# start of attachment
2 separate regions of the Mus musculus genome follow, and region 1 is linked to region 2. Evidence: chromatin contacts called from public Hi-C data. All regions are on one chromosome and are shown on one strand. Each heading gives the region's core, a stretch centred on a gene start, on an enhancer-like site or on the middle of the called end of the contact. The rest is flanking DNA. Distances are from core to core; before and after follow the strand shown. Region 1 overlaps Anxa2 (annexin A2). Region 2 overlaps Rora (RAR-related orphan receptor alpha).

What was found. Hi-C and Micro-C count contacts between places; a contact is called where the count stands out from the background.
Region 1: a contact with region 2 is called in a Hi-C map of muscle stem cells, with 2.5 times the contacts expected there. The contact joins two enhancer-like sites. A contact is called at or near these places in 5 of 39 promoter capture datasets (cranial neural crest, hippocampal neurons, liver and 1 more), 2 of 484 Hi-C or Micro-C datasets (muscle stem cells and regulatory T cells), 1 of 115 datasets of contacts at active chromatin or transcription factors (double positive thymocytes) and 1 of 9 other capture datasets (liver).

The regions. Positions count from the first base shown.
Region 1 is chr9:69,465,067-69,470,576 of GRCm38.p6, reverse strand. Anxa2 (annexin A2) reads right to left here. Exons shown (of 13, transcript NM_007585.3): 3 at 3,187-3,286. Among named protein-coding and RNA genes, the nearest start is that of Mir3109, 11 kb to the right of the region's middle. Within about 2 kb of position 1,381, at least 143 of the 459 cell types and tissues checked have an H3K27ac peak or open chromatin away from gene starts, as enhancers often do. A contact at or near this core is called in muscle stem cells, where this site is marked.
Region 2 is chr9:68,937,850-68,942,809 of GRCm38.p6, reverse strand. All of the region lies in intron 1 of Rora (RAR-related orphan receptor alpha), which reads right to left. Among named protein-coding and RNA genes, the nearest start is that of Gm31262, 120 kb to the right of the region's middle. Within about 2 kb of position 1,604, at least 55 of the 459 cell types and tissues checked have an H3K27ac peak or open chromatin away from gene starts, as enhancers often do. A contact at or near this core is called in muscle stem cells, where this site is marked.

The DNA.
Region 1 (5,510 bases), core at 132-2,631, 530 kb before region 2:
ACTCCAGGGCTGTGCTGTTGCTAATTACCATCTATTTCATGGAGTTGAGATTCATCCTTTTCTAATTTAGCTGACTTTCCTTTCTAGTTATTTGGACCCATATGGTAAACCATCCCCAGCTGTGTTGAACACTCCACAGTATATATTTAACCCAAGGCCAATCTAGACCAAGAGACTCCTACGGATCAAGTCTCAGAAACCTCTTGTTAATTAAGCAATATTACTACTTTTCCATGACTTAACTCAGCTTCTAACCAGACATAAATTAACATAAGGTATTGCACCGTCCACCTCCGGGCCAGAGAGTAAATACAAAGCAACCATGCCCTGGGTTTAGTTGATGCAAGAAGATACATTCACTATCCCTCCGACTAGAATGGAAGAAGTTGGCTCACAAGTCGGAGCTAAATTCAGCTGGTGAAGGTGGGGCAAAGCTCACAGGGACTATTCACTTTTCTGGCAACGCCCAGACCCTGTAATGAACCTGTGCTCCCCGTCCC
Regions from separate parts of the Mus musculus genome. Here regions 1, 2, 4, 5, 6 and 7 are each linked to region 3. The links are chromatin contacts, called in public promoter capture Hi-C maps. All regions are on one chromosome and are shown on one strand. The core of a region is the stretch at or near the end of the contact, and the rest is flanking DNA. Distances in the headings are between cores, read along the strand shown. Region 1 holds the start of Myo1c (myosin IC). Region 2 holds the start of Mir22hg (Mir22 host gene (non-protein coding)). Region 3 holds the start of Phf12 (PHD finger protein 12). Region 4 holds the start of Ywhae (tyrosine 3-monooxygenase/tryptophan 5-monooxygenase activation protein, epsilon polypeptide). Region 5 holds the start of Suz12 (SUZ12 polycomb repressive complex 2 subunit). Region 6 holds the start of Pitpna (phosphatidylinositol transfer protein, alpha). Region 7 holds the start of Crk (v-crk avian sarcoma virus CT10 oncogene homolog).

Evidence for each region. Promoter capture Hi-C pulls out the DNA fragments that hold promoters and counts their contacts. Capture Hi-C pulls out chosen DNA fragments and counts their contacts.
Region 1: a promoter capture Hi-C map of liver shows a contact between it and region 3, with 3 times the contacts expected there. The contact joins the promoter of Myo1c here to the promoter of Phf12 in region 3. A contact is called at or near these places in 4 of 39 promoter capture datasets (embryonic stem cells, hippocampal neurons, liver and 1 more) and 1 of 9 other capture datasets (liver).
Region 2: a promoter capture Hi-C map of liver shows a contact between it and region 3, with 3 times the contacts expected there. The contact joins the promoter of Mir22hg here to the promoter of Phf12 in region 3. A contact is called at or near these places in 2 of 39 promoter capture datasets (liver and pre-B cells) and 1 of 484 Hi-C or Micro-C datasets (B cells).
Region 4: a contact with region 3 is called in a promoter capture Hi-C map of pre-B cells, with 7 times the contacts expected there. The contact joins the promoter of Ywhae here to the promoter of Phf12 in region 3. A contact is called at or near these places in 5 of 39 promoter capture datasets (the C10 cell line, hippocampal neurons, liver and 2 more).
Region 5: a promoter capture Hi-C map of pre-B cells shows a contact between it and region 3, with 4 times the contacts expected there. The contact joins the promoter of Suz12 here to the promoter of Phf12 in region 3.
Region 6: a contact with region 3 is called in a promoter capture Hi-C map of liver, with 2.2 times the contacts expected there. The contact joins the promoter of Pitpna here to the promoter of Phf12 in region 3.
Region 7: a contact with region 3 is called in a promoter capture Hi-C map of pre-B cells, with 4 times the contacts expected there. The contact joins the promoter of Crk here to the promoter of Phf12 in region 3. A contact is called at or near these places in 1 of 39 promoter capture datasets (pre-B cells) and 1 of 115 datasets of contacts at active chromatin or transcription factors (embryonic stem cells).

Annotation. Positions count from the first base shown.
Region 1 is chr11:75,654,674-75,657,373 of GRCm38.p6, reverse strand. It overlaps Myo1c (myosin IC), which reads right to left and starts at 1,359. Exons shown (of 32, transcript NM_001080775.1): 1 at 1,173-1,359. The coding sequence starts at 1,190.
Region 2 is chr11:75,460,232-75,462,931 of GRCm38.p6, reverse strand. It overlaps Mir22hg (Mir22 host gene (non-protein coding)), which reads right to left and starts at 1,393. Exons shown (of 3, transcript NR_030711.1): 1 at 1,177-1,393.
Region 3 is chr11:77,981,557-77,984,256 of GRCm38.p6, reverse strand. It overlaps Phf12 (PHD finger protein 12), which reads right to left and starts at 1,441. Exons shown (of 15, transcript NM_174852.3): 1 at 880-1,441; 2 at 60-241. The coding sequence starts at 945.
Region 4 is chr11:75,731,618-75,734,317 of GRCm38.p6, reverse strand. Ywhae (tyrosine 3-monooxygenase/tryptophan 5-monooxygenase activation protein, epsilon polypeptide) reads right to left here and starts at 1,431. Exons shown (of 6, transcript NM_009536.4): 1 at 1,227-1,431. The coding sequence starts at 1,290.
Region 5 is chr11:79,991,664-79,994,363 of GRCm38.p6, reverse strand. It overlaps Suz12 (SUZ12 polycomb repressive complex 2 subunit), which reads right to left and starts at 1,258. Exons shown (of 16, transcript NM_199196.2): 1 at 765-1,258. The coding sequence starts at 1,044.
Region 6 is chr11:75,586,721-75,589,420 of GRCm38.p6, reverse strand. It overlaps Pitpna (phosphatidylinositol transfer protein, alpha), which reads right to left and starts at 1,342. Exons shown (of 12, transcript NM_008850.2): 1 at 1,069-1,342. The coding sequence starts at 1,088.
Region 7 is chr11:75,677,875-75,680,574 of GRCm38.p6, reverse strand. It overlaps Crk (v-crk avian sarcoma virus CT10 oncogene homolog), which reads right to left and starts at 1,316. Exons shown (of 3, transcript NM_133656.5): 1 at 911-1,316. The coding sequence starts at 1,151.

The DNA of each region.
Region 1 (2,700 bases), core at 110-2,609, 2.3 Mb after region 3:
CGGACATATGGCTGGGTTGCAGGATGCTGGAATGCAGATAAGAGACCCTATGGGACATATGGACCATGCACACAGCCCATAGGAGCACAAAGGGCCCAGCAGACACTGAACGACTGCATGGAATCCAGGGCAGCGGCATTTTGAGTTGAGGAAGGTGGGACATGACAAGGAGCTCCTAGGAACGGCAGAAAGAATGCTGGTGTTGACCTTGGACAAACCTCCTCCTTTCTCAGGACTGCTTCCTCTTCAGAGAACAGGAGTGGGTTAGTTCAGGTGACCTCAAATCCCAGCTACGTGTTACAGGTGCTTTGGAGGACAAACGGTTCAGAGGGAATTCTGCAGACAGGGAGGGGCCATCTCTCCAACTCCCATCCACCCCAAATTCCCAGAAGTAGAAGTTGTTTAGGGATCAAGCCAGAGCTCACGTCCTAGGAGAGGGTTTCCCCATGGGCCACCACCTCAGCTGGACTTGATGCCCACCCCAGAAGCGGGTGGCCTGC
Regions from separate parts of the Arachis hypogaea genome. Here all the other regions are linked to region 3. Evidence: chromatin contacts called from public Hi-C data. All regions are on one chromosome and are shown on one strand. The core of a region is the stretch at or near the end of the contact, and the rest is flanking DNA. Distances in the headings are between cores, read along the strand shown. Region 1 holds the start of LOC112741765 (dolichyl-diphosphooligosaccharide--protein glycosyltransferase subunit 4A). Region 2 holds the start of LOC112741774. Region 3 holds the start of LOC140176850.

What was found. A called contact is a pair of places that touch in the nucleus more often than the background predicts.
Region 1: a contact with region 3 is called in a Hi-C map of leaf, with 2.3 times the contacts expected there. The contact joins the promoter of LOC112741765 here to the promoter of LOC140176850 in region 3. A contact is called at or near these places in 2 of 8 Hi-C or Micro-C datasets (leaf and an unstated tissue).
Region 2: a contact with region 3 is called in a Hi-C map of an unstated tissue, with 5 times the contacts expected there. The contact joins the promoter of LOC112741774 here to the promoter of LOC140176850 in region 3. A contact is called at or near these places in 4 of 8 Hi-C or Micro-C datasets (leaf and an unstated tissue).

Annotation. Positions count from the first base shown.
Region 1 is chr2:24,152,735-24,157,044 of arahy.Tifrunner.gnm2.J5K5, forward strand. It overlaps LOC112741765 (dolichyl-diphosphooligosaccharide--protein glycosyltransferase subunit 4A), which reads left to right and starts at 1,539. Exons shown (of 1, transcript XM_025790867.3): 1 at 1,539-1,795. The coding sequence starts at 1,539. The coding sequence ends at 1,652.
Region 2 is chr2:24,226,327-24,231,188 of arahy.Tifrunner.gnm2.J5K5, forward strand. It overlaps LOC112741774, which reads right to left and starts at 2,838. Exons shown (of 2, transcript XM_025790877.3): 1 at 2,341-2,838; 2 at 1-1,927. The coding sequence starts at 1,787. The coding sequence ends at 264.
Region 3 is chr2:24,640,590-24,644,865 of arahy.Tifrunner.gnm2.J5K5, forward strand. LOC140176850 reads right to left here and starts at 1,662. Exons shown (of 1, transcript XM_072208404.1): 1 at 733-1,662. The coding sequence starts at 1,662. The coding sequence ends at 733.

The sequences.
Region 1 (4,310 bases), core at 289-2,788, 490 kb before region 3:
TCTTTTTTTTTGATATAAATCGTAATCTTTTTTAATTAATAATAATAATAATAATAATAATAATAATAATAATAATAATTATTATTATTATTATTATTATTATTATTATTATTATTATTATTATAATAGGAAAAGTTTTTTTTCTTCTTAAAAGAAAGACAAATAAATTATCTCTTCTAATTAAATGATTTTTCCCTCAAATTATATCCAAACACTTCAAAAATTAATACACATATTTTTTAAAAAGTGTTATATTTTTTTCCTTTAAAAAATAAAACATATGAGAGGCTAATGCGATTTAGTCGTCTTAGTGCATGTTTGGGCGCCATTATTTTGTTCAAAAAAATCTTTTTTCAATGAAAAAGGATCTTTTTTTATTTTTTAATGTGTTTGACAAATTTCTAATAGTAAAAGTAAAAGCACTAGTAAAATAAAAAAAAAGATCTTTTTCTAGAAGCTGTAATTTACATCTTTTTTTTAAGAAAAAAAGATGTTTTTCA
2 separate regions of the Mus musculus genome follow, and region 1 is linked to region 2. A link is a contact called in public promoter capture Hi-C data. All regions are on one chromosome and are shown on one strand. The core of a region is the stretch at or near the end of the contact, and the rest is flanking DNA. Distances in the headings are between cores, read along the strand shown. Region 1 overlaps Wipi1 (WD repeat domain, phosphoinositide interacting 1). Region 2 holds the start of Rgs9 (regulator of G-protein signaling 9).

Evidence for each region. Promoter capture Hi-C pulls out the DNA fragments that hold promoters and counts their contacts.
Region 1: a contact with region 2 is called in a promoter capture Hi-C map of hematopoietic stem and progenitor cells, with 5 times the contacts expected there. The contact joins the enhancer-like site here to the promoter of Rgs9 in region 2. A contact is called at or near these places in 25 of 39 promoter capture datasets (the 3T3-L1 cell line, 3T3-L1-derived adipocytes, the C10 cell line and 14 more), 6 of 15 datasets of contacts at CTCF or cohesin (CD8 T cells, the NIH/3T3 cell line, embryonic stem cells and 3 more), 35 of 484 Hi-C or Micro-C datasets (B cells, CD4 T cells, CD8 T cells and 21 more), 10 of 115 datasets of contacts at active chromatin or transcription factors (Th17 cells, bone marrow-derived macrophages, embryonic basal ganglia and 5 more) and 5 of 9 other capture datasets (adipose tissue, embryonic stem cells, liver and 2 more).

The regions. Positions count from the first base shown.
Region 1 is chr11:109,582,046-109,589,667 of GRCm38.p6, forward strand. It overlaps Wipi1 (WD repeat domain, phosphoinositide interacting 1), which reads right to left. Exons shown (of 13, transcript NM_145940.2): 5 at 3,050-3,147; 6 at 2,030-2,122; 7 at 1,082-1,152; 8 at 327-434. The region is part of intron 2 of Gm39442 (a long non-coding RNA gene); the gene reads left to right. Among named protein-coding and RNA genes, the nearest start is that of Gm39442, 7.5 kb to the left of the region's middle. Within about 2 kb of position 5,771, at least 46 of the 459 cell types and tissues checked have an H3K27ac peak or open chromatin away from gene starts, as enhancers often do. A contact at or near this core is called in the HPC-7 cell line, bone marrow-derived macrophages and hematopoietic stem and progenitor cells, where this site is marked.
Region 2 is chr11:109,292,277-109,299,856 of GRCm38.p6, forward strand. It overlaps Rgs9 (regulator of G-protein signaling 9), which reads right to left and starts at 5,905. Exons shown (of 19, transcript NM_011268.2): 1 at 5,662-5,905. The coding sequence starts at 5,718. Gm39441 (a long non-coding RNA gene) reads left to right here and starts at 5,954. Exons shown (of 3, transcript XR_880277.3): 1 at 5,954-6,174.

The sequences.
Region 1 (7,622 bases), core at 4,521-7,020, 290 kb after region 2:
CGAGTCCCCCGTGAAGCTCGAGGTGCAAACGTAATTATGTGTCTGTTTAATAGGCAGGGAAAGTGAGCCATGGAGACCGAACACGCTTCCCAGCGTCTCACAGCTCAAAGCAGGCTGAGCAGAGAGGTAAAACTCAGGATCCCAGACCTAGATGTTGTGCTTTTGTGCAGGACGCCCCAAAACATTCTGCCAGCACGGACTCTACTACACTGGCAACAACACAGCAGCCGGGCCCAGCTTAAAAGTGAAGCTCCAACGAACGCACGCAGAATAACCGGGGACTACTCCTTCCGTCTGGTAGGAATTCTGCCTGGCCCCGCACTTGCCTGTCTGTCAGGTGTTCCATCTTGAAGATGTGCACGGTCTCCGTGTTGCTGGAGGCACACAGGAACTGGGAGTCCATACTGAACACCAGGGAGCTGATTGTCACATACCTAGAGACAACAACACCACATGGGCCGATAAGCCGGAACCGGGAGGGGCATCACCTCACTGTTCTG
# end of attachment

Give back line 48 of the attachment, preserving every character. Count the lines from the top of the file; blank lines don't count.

CGAGTCCCCCGTGAAGCTCGAGGTGCAAACGTAATTATGTGTCTGTTTAATAGGCAGGGAAAGTGAGCCATGGAGACCGAACACGCTTCCCAGCGTCTCACAGCTCAAAGCAGGCTGAGCAGAGAGGTAAAACTCAGGATCCCAGACCTAGATGTTGTGCTTTTGTGCAGGACGCCCCAAAACATTCTGCCAGCACGGACTCTACTACACTGGCAACAACACAGCAGCCGGGCCCAGCTTAAAAGTGAAGCTCCAACGAACGCACGCAGAATAACCGGGGACTACTCCTTCCGTCTGGTAGGAATTCTGCCTGGCCCCGCACTTGCCTGTCTGTCAGGTGTTCCATCTTGAAGATGTGCACGGTCTCCGTGTTGCTGGAGGCACACAGGAACTGGGAGTCCATACTGAACACCAGGGAGCTGATTGTCACATACCTAGAGACAACAACACCACATGGGCCGATAAGCCGGAACCGGGAGGGGCATCACCTCACTGTTCTG